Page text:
inspired to enforce laws at night, as opposed to
during the day in full view of office workers,
sidewalk strollers, media photographers and Max
riders? Or are their arrests finely honed to
include only homeless people?

Or was their strategy one of recognizing that if
they did not arrest CLPS law-breakers then
observers would quite naturally conclude the
action had police sanction? But what about the
red-faced business man who stormed out of his
office and walked over to the squad car
complaining he couldn't concentrate because of the
chants and drumming coming from CLPS? Was his
business in the wrong part of town?

Currently Charles Moose, Portland's chief of
police who lives in Northeast Portland, a place
the chief thinks many people feel
"disenfranchised," is bitterly complaining to the
Portland City Council. Exhibiting, in my opinion,
the emotional stability of a five-year old, Moose
complains that because the victims of the beanbag
assault had taken their protest to the hallowed
area near his home, he is now "unable to defend"
his "house or home" and can no longer "encourage"
new officers to live in Portland.

How sad.

Perhaps the good chief should move his family to a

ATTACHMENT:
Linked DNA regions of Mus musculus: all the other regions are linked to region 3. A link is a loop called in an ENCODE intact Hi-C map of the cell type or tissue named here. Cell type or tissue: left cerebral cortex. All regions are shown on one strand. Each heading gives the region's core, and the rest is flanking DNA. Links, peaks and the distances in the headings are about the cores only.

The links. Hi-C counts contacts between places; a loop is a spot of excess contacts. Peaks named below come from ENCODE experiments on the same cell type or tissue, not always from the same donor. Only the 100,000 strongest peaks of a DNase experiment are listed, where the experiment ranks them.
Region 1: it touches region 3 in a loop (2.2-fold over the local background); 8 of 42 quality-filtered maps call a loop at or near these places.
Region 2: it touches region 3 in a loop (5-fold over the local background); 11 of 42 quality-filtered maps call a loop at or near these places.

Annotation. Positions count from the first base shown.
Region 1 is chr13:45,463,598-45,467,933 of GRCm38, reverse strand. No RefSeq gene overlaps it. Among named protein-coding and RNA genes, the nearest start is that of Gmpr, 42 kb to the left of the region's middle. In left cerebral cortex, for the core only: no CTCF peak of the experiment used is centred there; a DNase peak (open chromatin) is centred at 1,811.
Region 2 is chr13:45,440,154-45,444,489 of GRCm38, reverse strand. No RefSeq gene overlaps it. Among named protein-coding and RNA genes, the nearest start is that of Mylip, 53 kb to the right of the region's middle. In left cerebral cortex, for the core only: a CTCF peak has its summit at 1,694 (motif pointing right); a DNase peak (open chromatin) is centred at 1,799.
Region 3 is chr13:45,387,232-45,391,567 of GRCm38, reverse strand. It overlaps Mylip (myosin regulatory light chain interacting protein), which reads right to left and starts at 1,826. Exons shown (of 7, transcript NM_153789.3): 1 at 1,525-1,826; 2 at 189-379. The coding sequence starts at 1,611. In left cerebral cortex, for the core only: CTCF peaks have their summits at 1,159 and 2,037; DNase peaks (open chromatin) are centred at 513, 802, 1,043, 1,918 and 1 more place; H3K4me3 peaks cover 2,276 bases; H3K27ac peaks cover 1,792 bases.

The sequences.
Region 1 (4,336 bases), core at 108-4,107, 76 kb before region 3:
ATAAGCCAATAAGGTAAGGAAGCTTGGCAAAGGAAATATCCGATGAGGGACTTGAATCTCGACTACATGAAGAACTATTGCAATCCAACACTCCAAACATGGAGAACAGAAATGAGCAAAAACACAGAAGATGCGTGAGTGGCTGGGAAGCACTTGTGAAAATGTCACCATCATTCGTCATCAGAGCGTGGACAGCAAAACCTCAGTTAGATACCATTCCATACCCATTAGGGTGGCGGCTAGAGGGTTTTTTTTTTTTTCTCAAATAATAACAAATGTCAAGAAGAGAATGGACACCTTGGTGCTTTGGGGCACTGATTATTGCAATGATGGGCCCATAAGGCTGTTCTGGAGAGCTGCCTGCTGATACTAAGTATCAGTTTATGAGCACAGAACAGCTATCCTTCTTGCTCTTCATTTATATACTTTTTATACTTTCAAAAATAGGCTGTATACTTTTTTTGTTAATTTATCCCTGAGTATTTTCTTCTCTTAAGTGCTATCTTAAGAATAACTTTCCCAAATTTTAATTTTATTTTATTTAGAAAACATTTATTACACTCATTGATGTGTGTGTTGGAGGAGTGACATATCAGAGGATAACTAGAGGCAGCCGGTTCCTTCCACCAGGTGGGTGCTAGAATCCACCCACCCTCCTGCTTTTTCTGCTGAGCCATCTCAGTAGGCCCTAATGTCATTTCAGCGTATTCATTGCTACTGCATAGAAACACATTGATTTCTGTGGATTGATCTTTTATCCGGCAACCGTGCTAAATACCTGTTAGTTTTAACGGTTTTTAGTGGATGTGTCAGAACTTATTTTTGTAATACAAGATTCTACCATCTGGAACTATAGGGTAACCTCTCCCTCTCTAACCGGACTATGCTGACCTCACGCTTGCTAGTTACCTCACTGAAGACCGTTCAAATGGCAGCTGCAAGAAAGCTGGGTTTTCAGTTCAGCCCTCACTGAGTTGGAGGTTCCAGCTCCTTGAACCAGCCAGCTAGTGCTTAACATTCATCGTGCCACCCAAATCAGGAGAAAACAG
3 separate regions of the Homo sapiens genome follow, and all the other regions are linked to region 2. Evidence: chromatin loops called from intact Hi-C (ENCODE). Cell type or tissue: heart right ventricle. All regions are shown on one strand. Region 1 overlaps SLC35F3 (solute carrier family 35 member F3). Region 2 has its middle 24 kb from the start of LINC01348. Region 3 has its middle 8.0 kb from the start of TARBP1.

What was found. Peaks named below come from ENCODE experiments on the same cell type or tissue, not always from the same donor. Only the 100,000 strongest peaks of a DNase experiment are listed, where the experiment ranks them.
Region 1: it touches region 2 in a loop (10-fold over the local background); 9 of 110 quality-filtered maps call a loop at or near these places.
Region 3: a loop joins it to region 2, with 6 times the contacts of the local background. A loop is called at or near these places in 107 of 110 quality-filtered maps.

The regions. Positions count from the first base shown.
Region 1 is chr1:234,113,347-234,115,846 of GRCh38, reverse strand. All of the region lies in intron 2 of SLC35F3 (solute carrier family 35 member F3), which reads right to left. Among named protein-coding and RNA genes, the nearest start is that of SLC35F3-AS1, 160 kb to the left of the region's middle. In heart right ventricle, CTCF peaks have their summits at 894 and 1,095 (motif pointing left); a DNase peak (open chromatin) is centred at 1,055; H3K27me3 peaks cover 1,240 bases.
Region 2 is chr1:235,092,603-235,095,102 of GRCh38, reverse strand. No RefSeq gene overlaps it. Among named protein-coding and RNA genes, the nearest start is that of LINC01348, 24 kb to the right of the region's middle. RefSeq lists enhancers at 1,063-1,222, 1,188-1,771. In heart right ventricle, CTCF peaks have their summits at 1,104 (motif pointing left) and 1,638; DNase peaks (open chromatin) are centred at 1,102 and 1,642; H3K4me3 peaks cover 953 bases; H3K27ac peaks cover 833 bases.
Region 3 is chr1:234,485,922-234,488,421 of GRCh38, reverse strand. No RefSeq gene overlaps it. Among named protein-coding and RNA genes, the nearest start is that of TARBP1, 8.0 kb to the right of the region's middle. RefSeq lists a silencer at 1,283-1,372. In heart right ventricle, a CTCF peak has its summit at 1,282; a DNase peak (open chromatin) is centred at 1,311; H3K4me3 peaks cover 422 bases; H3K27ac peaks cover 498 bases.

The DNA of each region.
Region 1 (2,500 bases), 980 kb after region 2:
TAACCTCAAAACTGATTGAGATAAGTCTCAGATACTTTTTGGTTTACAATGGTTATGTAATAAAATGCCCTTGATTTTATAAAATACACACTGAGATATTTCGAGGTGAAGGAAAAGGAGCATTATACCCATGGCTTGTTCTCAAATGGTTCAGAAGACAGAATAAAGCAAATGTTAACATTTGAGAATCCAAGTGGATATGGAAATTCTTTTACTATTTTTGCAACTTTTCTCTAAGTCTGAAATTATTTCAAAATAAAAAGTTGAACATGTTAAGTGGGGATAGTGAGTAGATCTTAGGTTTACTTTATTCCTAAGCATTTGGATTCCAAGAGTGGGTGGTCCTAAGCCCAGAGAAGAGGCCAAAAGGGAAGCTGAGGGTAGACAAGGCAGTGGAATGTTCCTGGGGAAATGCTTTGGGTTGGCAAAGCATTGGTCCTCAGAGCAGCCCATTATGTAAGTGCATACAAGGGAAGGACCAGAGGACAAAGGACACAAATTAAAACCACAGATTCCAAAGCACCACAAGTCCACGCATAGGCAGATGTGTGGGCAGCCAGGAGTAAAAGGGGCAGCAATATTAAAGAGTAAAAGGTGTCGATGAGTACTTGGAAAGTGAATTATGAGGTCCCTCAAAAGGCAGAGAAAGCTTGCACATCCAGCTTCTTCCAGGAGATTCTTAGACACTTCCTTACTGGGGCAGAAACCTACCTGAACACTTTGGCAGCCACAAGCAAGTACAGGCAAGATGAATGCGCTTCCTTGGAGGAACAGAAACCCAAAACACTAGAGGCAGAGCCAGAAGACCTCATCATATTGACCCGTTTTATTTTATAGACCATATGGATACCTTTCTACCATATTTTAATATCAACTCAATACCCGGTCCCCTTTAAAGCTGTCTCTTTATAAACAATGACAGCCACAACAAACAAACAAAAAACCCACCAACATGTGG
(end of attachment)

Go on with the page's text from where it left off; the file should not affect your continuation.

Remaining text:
shelter where people don't just feel
disenfranchised. Perhaps then, he would feel more
appreciated.

And then there was today, in which the Campaign
for Legal Places to Sleep received a letter from
Terry Anderson, aid to Commissioner Gretchen
Miller Kafoury, who offers to sit down and talk
with me (because my name was signed as "organizer)
"if I like." She says, in her brief letter, that
she has been "involved with homelessness in
Portland for over ten years as I have."

Uh, huh, sure. I recall Anderson well. This is the
same sister who refused to let me speak to Kafoury
when I blew the whistle about low-income senior
citizens receiving injuries from falling and
improperly aligned elevators at Hollywood East.

And now-today-she encloses a copy of a letter she
wrote to the churches who supported us,
"reminding" them, that there are "many ways and
organizations to assist homeless campers and those
in shelters or transitional housing." And further,
Anderson has the unmitigated audacity to inform
the churches that "families with children are the
greatest unmet need at this time."

Talk about strategy.

Well, I don't "like." Quite frankly, if I were to
sit down with any short-sighted authority on
behalf of any homeless people anywhere, it'd have
to be with someone a bit farther up the
short-sighted chain-like Moose or Katz.

November 12, CLPS members held a meeting to decide
whether or not the group wanted to continue
rabble-rousing for the good cause presented to
them by the mostly single homeless brothers and
sisters in Portland. Also attending the meeting
were two activists who presented new strategies.
At the conclusion of the meeting CLPS members
unanimously agreed to keep on keeping on.

Undaunted by beanbag bullets, arrest, pepper spray
or waffling police, members for the Campaign for
Legal Places to Sleep have tested the waters and
found them lukewarm. The strategy now is to boil
them.

"What would happen if one woman told the truth
about her life?/The world would split open."
...Kathie Kollwitz